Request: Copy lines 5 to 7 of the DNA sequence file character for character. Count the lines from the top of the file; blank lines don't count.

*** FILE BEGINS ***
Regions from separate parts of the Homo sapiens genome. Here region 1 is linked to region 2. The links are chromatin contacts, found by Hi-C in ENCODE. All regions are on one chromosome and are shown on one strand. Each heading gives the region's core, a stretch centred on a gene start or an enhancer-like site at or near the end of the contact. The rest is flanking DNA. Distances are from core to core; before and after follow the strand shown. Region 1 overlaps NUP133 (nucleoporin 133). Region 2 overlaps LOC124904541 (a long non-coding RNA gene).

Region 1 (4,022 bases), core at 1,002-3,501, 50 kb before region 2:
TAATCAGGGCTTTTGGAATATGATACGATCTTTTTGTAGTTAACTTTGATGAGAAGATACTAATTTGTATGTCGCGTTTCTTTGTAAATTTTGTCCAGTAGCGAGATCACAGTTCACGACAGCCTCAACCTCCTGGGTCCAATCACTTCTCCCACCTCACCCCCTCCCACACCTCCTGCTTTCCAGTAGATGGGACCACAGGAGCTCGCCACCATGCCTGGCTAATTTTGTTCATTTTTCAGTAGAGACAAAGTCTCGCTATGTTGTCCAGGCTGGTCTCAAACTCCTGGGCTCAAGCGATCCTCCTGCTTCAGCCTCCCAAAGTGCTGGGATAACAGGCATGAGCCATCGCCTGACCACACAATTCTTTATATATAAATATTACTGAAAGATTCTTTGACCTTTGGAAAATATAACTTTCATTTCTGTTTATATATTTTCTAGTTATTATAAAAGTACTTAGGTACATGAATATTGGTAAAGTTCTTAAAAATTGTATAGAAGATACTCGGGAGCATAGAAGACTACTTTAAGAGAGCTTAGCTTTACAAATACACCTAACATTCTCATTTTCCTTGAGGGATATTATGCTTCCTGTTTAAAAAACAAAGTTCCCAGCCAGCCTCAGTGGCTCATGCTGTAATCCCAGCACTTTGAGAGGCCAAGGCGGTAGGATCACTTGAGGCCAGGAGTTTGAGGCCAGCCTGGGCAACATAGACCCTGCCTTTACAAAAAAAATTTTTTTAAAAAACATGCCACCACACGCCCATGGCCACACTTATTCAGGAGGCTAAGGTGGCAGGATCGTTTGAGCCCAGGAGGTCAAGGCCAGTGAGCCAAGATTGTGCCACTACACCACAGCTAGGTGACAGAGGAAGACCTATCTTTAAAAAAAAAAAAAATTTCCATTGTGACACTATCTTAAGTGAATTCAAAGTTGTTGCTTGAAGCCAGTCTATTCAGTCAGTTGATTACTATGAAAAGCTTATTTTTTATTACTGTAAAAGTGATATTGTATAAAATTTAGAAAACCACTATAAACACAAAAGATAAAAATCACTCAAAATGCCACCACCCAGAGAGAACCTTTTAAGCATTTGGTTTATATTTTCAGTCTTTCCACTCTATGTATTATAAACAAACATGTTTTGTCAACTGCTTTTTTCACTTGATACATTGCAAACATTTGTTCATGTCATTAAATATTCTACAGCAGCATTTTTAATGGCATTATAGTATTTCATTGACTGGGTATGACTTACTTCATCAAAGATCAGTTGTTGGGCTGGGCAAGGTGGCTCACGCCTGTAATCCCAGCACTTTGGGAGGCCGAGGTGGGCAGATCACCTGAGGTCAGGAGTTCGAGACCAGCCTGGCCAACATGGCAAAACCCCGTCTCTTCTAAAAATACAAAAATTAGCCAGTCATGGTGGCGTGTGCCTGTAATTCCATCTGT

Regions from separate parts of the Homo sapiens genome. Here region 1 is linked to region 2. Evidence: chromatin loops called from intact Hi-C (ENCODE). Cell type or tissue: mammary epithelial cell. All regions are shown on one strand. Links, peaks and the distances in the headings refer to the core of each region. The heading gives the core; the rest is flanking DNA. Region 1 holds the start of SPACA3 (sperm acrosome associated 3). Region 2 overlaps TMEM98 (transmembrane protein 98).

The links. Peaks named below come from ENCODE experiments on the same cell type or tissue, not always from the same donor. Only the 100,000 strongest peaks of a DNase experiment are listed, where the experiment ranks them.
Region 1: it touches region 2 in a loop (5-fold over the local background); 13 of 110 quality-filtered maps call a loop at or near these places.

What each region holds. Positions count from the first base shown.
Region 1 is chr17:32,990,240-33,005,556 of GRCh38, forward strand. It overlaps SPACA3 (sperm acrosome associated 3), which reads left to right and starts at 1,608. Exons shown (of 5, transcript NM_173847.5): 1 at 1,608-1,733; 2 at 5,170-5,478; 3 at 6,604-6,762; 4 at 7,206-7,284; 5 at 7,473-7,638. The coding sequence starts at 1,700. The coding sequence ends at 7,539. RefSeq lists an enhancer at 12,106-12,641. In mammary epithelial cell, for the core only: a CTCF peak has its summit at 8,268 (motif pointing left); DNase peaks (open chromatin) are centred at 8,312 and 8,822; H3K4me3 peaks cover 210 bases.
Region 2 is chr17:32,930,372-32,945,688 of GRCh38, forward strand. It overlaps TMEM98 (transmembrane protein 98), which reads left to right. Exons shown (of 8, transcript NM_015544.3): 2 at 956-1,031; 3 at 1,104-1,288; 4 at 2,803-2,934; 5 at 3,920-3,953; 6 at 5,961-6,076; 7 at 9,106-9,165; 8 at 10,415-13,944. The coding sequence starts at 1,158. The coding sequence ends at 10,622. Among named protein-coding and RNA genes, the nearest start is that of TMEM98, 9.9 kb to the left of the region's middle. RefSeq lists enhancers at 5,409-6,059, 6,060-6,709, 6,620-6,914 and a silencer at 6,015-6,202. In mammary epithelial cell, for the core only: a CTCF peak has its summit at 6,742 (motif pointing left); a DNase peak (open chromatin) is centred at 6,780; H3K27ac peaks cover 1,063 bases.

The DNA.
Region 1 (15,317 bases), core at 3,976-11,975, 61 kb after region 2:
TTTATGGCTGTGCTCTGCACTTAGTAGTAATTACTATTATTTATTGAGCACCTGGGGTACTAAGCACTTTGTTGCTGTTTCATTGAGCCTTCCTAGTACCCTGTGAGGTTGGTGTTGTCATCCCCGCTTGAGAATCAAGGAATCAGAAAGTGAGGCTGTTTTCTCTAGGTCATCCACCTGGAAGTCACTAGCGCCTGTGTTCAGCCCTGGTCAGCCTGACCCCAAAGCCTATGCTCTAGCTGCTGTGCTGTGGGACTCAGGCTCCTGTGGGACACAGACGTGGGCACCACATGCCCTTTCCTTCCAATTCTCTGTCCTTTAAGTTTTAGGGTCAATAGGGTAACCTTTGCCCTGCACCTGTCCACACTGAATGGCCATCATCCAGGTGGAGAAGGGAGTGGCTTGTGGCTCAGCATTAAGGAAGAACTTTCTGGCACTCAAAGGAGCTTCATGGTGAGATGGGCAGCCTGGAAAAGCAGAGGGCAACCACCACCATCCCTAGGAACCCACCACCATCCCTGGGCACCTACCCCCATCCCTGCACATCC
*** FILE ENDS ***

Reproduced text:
The links. Peaks named below come from ENCODE experiments on the same cell type or tissue, not always from the same donor. Only the 100,000 strongest peaks of a DNase experiment are listed, where the experiment ranks them.
Region 1: it touches region 2 in a loop (5-fold over the local background); 13 of 110 quality-filtered maps call a loop at or near these places.

What each region holds. Positions count from the first base shown.